"Suppliers Are the Source of Innovation"
Michael Huerta, Washington, DC
September 24, 2012
AIA Fall Supplier Management Council
Good afternoon. Thank you, David (Mandell). I’m glad to be here.
Last week, we got together to celebrate the extraordinary life of Neil Armstrong at the National Cathedral. It’s estimated that 500 million people saw him set foot on the moon. Whatever the exact number was, we’ll never know. But what these people didn’t see were the hundreds of thousands of people who had a hand in making that moment possible, including engineers, manufacturers, chemists, software experts, camera designers, the people who made the space suits, and all the people who had a lot to do with every detail.
The situation is similar at airports across the country today. Passengers boarding planes might talk to a ticket agent, or the flight attendant, or in some instances might talk to the pilot. But they don’t know about all of the people who in one form or another have a hand in creating the safest, most efficient airspace system in the world.
The supply chain is a big part of what makes aviation so successful. You make the engines, airframes, avionics and all other products. You provide the services and other materials that keep this industry extraordinarily competitive and innovative … one of the most competitive in our economy. At the FAA, we want to certify these products in a timely way, so they can improve our air transportation system.
Civil aviation is a great economic engine that supports 10 million U.S. jobs and contributes $1.3 trillion annually to our economy. We all want to keep that engine running smoothly.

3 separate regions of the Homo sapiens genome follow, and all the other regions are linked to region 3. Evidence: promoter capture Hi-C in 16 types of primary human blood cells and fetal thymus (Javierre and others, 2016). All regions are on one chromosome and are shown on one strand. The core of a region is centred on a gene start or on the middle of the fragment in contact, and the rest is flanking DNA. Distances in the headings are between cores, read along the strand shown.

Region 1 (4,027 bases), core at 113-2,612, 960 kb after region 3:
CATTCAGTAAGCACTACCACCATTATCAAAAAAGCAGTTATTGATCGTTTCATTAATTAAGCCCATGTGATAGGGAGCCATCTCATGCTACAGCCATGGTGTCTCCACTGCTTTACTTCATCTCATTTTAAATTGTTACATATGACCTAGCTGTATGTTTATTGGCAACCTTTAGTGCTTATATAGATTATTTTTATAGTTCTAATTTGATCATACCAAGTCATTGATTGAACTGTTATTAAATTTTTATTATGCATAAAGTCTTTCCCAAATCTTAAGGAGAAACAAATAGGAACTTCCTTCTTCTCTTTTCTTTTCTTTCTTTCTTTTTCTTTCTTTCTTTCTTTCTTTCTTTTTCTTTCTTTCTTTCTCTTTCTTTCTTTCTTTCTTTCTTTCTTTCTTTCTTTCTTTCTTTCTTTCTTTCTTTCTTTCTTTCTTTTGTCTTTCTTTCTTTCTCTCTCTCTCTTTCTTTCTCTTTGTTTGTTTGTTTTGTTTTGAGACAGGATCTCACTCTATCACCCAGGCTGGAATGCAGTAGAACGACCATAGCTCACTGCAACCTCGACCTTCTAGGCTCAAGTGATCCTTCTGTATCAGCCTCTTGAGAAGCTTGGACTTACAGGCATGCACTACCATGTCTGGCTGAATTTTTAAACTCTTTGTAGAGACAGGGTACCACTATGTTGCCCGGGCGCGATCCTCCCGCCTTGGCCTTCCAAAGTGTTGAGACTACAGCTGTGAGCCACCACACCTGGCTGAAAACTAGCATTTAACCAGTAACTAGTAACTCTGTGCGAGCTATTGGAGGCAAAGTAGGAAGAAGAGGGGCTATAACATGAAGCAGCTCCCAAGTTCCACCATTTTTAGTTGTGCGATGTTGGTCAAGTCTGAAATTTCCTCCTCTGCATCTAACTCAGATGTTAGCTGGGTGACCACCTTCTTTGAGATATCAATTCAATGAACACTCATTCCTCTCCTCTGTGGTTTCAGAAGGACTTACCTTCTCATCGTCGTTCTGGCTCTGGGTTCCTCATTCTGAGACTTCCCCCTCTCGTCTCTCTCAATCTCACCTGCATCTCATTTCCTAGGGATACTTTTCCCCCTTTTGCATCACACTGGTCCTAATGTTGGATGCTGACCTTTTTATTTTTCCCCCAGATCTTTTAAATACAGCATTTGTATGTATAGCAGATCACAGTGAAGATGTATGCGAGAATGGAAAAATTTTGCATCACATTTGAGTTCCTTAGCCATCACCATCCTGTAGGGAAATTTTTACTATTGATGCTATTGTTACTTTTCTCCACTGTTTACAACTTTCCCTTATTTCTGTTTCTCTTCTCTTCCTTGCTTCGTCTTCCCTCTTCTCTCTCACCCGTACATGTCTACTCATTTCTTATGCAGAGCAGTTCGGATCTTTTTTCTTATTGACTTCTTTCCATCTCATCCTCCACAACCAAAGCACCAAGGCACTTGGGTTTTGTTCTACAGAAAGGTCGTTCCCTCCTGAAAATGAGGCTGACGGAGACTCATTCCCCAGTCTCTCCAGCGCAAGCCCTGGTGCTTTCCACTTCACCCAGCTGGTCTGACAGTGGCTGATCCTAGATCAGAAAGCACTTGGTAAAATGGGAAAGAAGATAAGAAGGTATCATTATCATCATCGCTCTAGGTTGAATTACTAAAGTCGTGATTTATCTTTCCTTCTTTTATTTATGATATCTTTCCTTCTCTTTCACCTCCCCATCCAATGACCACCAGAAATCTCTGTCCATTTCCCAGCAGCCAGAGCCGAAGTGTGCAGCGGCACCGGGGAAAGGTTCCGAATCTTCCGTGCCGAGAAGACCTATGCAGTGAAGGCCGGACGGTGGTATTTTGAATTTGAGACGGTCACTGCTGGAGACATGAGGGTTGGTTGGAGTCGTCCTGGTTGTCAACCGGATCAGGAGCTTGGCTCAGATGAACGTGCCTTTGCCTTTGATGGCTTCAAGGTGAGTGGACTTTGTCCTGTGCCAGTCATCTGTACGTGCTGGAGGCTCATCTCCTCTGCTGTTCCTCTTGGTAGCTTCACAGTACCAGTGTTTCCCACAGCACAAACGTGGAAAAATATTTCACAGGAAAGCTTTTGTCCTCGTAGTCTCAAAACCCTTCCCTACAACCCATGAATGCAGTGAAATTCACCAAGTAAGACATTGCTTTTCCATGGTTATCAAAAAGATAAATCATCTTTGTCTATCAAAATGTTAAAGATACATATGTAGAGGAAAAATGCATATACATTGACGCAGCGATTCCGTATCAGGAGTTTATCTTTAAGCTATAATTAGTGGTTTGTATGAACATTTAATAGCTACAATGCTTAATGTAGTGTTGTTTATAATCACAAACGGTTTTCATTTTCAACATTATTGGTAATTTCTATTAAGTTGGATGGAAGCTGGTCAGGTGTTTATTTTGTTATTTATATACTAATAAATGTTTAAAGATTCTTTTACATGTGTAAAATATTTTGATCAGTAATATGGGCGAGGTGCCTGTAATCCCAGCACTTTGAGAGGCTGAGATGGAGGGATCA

We expect airline passenger travel to nearly double in the next 20 years, and we expect growth in areas like unmanned aircraft systems. By transforming our airspace system with NextGen technologies, we will safely and efficiently accommodate this growth while decreasing aviation’s impact on the environment.
Our NextGen program transitions us from equipment and procedures based on analog technology first developed in the 1950s, to an air transportation system that capitalizes on today’s cutting-edge digital and satellite-based technologies. NextGen also enables more efficient communication between air traffic controllers and pilots and between different air traffic facilities across the nation. These improvements, taken together, mean that flights are shorter and more direct, and that aircraft burn less fuel and emit less carbon.
Our latest estimates show that by 2020, NextGen improvements will reduce delays, in the air and on the ground, by 38 percent as compared to if we did nothing. These delay reductions are estimated to result in $24 billion in cumulative benefits to aircraft operators, the traveling public and the FAA.
As suppliers, you play an important role in developing the products and systems that will make NextGen a reality. We depend on your expertise and your know-how to incorporate NextGen capabilities into the aircraft, control facilities and airports in our national airspace system.
We at the FAA have refocused the way we handle large programs to better implement NextGen. We’ve stood up the Program Management Organization to effectively manage all of the moving parts, bringing together 125 capital acquisitions programs and their experts into one single organization.
By placing these programs under one umbrella, we can do a better job of managing all the interdependencies between programs. Sharing best practices and lessons learned will be faster and will help us usher these programs from the drawing board to live operation.
With NextGen, we not only need to get each individual piece right, we need to get the whole portfolio working together.
This is one of the largest infrastructure projects in the country, and the President’s budget for 2013 requests more than $1 billion for NextGen – an increase of 11 percent over last year.